Three species of foreign reptiles have arrived in Queensland through human intervention:
- Asian House Gecko (Hemidactylus frenatus)
- Red-eared Slider Turtle (Trachemys scripta elegans)
- Flowerpot Snake (Ramphotyphlops braminus).
All have established breeding populations in Queensland and potentially pose a threat to native fauna and the health of our ecosystems. The gecko and turtle are currently the focus of research projects at the Queensland Museum.
Asian House Gecko
The Asian House Gecko, Hemidactylus frenatus, a common sight in many Queensland coastal towns.
Photograph by Steve Wilson. Asian House Gecko eggs.
Photograph by Steve Wilson.Asian House Geckos are now well known to people living in Queensland’s coastal towns. Our views on these animals are mixed; some welcome them, others find them noisy and messy. They also have the annoying habit of setting off our security alarms and short-circuiting our air conditioning units.
These geckos originate from Asia and the Indo-Pacific Region and arrived in Australia as stowaways in shipping cargo. They are formidable colonisers that, once introduced, quickly establish themselves in urban environments. Asian House Geckos were first recorded in Darwin (Northern Territory) in 1964 but the species may have been present in Australia before this time.
They arrived in Brisbane some time in the early 1980s and were, at first, confined to waterfront areas. In the last decade they have expanded throughout the greater Brisbane area and are now the dominant house gecko, betraying their presence with a characteristic chuck-chuck-chuck call.
Asian House Geckos are pale pinkish-brown to dark grey with a mottled pattern and obtain a total length of around 11 cm. They have a series of small spines or tubercules that run down the lower back and tail which readily distinguish them from any native gecko species. This species lays two eggs per clutch every 4 to 6 weeks. Guide to identifying Asian House Geckos.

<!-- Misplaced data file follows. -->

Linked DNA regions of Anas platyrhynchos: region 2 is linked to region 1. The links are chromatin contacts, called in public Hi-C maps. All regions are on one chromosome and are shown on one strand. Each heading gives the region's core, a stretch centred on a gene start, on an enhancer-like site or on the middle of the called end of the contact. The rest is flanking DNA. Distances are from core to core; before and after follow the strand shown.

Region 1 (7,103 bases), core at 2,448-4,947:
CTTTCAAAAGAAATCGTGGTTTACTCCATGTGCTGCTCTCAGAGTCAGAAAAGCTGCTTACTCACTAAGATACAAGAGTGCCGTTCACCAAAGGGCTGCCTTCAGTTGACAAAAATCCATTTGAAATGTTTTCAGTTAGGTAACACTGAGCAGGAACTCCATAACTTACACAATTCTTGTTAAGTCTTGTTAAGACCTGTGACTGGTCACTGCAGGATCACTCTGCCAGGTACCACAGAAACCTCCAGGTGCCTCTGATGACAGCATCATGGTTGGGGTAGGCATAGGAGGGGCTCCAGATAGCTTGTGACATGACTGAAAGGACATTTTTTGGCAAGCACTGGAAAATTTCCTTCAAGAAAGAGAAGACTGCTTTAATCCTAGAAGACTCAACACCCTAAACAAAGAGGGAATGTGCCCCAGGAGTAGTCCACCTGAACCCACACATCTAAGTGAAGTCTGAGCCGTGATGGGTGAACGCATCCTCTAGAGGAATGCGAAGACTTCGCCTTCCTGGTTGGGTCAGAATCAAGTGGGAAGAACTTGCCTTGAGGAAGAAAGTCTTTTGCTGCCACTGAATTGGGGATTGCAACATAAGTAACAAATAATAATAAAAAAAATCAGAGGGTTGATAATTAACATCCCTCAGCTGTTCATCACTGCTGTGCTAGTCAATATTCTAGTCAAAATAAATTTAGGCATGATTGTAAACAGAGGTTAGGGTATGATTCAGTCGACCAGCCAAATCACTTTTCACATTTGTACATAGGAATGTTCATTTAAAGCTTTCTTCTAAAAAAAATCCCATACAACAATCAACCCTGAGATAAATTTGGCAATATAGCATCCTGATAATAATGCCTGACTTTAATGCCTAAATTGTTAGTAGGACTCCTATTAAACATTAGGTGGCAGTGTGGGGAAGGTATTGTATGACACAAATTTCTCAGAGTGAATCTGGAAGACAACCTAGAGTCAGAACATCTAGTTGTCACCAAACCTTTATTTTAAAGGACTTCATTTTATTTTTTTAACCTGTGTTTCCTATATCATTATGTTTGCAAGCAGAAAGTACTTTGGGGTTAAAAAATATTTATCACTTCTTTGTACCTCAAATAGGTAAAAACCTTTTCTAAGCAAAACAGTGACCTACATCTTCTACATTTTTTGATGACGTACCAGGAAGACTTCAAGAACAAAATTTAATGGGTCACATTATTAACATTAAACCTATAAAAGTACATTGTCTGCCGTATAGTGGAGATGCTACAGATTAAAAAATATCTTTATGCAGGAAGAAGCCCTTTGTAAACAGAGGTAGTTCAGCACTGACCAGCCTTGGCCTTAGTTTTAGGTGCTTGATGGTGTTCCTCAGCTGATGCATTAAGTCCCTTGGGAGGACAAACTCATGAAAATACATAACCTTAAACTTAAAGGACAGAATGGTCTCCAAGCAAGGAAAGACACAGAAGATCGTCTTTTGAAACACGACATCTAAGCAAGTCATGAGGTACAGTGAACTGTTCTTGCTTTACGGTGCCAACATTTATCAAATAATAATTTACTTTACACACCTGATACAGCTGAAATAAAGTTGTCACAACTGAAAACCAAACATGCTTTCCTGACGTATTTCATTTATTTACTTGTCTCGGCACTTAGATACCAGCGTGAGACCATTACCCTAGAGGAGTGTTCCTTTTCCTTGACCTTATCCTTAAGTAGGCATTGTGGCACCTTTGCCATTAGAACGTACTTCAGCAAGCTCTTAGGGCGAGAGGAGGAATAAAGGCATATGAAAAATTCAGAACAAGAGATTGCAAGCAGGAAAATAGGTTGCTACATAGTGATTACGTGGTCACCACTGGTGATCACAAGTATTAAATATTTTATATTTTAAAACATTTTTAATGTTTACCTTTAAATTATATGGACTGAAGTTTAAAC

There is concern that Asian House Geckos out-compete native gecko species and there is anecdotal evidence that they have displaced native geckos from the 'house-gecko' niche. While this species appears to be confined to areas in and around human habitation in south-eastern Queensland, it has been recorded from bushland settings in the Northern Territory. Additionally, Asian House Geckos have brought foreign mites to Australia which could act as vectors, spreading novel diseases to native reptiles.
Queensland Museum herpetologists are currently examining the reproductive biology of this species in south-eastern Queensland.
You can help our scientists determine the distribution of Asian House Geckos by spending a few minutes filling out our Gecko survey.
Red-eared Slider Turtle
Adult Red-eared Slider.
These turtles arrived in Australia through the pet trade in the 1960s and 1970s and established wild populations through escapees and deliberate releases. A well-established breeding population was discovered in early 2004 at Mango Hill, in the Pine Rivers area north of Brisbane.
An eradication program has resulted in the capture and removal of many slider turtles from the wild. However, the species is still present in some southeast Queensland waterways and captive specimens are still occasionally surrendered to authorities.
Red-eared Slider Turtles originate from the Mississippi drainage in North America and take their common name from a distinctive red stripe behind the eye. Adults grow to around 30 cm in length and hatchlings begin life at the size of a 50 cent piece. The head is marked with numerous fine pale stripes. The shell is green to brown above with pale streaks and dark smudges. Unlike our native turtles, slider turtles pull their heads directly back into the shell (all native turtles fold their necks to the side, under the protective edge of the shell).
The Red-eared Slider Turtle has been nominated by the World Conservation Union as one of the 100 worst invasive pests. It is a major threat to freshwater ecosystems in areas where it has been released. It is a prolific breeder and has the potential to displace native animals by competing for food and space and destroying aquatic vegetation.
It is an offense to keep or sell these animals without a permit and fines of up to $60,000 apply. If you find a slider turtle you should contact the Pest Management and Environmental Officer at your local council as soon as possible.
Herpetologists at the Queensland Museum are members of the Red-Eared Slider Taskforce, a multi-agency committee whose role is to investigate control strategies for this species.
Queensland Museum's Find out about... is proudly supported by the Thyne Reid Foundation and the Tim Fairfax Family Foundation.